We’ve all had it happen, alerts start going off that the CPU on the SQL Server is now pegged. It’s an all hands on deck situation that you need to figure out quick. It helps to know the history of your SQL Server performance, but if you don’t there’s still hope using some troubleshooting techniques.
First Make sure it’s SQL Server
Sometimes there can be other processes (even backups) that are causing the CPU to push over that final edge. If you don’t have access to log into the box, the quickest way to determine how much CPU SQL Server is using is to run the following DMV:
SELECT @ts_now = cpu_ticks / (cpu_ticks/ms_ticks) FROM sys.dm_os_sys_info;
dateadd(ms, -1 * (@ts_now - [TIMESTAMP]), GetDate()) AS EventTime,
100 - SystemIdle - SQLProcessUtilization AS OtherProcessUtilization
record.VALUE('(.[email protected])', 'int') AS record_id,
record.VALUE('(./Record/SchedulerMonitorEvent/SystemHealth/SystemIdle)', 'int') AS SystemIdle,
record.VALUE('(./Record/SchedulerMonitorEvent/SystemHealth/ProcessUtilization)', 'int') AS SQLProcessUtilization,
SELECT TIMESTAMP, CONVERT(xml, record) AS record
WHERE ring_buffer_type = N'RING_BUFFER_SCHEDULER_MONITOR'
AND record LIKE '%<SystemHealth>%') AS x
) AS y
ORDER BY record_id DESC;
If the OtherProcessUtilization column has a high value then you know you need to log into the box, open task manager and figure out what is hosing your system. It should be noted that you really should only run SQL Server on SQL Boxes, and if this is your issue, you’ll learn that today.
If it is SQL Server, then it typically falls into one of three categories.
You have a procedure that has caught a bad execution plan hop and it either needs to be recompiled, or have a hint applied. To figure this out, you need to run sp_who3. Compile this procedure into your master database and run it. If after running it you see multiple spids (rows) with the same ObjectName or SQLStatement, then you have a bad plan. Consider recompiling the procedure using sp_recompile:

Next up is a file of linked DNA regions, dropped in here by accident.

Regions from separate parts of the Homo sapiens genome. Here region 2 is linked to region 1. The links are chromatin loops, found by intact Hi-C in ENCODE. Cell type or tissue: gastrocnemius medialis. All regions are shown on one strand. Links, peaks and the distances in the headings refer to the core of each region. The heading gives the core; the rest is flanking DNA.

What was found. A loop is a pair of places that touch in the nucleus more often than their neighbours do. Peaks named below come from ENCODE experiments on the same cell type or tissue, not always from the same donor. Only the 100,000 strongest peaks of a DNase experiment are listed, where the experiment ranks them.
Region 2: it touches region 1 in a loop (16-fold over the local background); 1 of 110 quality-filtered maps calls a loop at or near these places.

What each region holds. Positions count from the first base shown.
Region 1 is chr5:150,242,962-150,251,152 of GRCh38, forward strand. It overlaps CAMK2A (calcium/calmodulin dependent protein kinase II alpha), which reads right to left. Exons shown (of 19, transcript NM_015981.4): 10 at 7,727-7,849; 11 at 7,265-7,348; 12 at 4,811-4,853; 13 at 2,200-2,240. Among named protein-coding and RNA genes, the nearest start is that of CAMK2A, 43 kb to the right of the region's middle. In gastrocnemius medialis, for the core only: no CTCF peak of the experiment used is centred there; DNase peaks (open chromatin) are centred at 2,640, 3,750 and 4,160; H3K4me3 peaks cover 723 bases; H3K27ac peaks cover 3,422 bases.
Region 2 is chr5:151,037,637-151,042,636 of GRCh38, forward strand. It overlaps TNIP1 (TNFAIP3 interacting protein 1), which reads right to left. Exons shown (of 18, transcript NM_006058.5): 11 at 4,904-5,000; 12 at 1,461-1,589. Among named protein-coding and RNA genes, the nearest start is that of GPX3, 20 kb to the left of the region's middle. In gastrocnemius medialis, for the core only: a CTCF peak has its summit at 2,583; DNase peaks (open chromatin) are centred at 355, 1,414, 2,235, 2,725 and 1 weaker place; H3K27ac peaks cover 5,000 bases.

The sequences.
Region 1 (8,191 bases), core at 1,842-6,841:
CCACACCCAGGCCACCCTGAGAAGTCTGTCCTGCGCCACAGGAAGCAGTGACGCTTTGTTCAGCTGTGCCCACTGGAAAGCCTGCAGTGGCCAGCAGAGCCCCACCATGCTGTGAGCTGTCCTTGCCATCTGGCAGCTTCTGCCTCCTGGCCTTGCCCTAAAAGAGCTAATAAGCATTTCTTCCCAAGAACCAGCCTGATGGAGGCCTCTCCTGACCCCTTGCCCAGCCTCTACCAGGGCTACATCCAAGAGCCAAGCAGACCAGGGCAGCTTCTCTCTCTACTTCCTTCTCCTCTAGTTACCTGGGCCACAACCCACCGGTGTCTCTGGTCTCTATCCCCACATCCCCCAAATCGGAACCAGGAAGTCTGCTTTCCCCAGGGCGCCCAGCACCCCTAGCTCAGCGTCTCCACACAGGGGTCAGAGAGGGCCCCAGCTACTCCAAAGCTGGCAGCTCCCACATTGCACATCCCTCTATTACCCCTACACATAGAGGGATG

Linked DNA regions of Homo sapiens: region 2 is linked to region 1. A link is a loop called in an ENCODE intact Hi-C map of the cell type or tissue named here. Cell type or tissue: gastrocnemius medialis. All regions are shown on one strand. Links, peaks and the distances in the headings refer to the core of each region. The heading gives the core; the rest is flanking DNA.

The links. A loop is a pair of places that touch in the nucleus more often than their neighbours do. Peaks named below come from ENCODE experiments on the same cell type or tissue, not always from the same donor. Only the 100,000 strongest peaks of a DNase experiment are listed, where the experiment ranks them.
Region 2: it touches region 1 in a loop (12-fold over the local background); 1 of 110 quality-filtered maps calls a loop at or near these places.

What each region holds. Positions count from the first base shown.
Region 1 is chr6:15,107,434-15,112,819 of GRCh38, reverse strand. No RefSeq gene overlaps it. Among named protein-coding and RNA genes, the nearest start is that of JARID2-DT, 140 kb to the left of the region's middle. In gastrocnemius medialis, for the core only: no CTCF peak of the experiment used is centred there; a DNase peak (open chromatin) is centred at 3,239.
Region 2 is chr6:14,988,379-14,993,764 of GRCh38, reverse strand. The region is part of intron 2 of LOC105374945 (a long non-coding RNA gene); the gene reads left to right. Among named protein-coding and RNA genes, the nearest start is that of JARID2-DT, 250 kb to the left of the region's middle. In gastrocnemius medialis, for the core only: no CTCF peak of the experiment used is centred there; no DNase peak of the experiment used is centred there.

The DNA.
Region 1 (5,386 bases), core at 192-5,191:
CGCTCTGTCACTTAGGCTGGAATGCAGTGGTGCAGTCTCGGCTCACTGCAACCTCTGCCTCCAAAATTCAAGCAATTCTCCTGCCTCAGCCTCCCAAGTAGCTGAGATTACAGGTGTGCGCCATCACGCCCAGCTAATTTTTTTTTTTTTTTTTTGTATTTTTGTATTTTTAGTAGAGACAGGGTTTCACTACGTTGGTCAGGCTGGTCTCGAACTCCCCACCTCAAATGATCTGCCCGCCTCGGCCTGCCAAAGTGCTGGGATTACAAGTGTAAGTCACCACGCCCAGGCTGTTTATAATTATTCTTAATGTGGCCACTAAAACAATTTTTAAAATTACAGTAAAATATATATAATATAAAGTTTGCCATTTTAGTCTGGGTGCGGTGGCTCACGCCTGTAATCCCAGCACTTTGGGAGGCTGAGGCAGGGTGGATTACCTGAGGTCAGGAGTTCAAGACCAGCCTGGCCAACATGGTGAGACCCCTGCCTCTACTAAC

If that does not work, you may want to consider flushing the entire procedure cache. Take note of the procedure name before you do this, as it may not show up in subsequent sp_who3 executions in case you need to find it again. You will need ALTER SERVER STATE permissions to perform this:
If that does not work, you may need to open the procedure and make a modification. Unfortunately that a big fish we won’t be able to fry in this article. Your options could range from creating a new index for the bad query, forcing an index for the bad query, or applying a force order hint (like loop join).
If the above is not the issue, you may have a single process that has gone rogue. This is more of an issue if you don’t have many CPU cores. The more CPU cores you have, the less this will likely impact you UNLESS you have your Server instance’s max degree of parallelism setting set too high, along with Query threshold for parallelism. See this article to learn how to configure that. However, it you do have a single process that has gone rogue, use the same process above to recompile it, or kill it if necessary. To kill it you need to run sp_who3 to find out what the SPID is, and use the kill command to kill it. Do not kill a spid if it is 50 or lower. These are internal SPIDs used by SQL Server.
You have a lot of missing indexes you have not taken care of, but viola, you now need to add them. This is usually the case in most SQL Server instances that do not receive a lot of love. Developers keep pushing code and all is well until TODAY. Now you need to add indexes. If this is the case, you will simply see a lot of SPIDs (rows) show up when you run sp_who3. Your best bet (if you should choose) is to deploy the top 3 missing indexes into your system to see if that has an effect. And if your system does not get a lot of love, it very likely will. As one DBA asked me after doing this for a client, “Did we just unplug all the webservers?” (Because CPU went down by like 60%). I linked to it already, but you can find the DMV script which will display the missing indexes here. Just copy the index, name it properly, and deploy it. You should add the WITH (ONLINE=ON) if you are running SQL Server Enterprise Edition in production.
That’s it, hopefully that helped you with your issue.